The unfairness of our current positions was tackled in one of last years most thought-provoking volumes, Katrine Marcals Who Cooked Adam Smiths Dinner ?. The answer to the titles question, it turns out, is Adam Smiths mum. Widowed in her 20 s she depended on him financially, and he depended on her to have his tea ready after a hard days bashing out Big Supposes about economics. It is not from the kindnes of the butcher, the brewer, or the banker, that we can expect our dinner, but from their regard to their own interest, wrote Smith, unaccountably failing to add: Oh, and from my mum, who feeds me in return for not starving herself.

Mrs Smith was, of course, a rational economic performer: she got something out of the bargain too. But todays working women dont “re going to have to” clean dishes to keep a roof over their heads. And so a whole social apparatus has formed to convince them to perpetuate the status quo: the cult of the domestic goddess; rhetoric about whether girls choose to have children or not, elbowing out any consideration of child-rearing as a social good; even the current bestseller The Life-Changing Magic of Tidying Up, wherein Japanese folding guru Marie Kondo talks unselfconsciously about her seminars for housewives and mothers.

So can anything persuade humen that the domestic onu should be more somewhat distributed? I doubt it, but there is now, at the least, evidence that our gendered assumptions about labor are hurting humen too. Manufacturing, traditionally a male-dominated sector, is in long-term deterioration; at the same hour recent waves of migration to Britain have been majority female( 54% of the foreign-born population are females, according to Oxford Universitys Migration Observatory) because many of the jobs available are in the service sector. Men are now being disadvantaged by our racisms about women work, which hemorrhage out from housework into the idea that serving or caring for another human is demeaning to a mans dignity.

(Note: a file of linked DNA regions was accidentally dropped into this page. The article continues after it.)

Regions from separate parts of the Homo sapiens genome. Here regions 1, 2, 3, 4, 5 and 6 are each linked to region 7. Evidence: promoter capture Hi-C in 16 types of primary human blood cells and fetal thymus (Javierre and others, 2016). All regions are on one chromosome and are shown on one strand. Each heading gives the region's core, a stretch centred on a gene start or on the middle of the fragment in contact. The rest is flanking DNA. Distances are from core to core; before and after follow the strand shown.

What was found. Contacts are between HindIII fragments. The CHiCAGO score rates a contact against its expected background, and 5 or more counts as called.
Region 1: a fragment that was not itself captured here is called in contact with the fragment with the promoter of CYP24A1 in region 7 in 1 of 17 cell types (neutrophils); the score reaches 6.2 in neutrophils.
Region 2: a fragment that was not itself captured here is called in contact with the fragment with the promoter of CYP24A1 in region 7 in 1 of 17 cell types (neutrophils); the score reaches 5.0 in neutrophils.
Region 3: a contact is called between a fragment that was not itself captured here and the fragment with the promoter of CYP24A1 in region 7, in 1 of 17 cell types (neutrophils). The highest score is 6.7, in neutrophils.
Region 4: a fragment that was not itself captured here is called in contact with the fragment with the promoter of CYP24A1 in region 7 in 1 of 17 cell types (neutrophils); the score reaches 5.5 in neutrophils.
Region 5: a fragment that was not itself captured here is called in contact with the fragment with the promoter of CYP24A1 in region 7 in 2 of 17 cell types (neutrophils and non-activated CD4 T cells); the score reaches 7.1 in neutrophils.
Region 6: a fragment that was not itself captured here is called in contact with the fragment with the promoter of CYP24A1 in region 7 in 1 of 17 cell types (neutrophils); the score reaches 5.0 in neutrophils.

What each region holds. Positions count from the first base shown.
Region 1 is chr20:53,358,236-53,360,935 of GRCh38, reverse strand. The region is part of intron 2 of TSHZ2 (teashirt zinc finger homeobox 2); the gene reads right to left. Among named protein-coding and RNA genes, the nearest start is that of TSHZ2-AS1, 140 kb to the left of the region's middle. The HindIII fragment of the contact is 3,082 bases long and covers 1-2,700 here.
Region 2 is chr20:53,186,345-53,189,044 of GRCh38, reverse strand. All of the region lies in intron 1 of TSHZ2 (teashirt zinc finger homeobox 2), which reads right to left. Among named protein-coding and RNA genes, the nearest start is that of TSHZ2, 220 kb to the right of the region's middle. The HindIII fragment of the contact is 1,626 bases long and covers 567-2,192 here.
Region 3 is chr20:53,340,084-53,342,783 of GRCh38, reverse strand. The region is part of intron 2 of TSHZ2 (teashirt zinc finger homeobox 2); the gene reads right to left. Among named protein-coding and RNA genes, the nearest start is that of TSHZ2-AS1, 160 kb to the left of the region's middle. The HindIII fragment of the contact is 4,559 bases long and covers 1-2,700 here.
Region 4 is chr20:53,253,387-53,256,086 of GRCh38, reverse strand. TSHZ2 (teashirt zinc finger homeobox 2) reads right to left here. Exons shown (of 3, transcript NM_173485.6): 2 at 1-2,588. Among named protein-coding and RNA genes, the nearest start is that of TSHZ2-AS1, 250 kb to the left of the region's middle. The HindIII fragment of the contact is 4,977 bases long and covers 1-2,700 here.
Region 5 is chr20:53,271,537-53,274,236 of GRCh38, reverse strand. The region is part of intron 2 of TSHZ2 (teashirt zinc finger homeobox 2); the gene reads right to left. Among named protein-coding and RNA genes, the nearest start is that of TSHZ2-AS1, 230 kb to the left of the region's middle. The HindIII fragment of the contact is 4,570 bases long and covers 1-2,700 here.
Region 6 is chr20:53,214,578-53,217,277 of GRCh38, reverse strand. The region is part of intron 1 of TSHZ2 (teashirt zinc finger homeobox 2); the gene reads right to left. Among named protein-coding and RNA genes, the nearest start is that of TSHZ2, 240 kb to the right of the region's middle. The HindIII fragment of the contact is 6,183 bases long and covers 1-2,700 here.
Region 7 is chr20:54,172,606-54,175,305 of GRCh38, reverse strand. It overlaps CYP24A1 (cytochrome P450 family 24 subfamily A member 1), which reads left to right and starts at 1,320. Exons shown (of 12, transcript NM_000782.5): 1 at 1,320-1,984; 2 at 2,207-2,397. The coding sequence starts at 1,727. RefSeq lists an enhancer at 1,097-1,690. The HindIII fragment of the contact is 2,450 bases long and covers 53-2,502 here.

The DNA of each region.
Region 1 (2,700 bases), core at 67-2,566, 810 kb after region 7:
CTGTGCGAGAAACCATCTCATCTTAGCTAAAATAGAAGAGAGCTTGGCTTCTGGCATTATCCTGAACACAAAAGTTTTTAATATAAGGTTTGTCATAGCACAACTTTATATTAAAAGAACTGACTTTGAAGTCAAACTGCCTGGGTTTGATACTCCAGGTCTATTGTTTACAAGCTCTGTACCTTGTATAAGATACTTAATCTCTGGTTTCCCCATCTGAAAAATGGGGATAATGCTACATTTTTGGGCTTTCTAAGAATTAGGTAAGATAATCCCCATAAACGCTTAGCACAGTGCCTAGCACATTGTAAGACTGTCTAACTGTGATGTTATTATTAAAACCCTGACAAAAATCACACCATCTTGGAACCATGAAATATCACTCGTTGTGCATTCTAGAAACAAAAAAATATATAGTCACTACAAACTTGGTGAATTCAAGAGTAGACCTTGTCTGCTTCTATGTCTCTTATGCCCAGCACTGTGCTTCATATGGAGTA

By the style, my male cleaner was brilliant. He mopped my floor so that I could generate an income from my work you know, the same thing girls have done for men for decades.

Read more: www.theguardian.com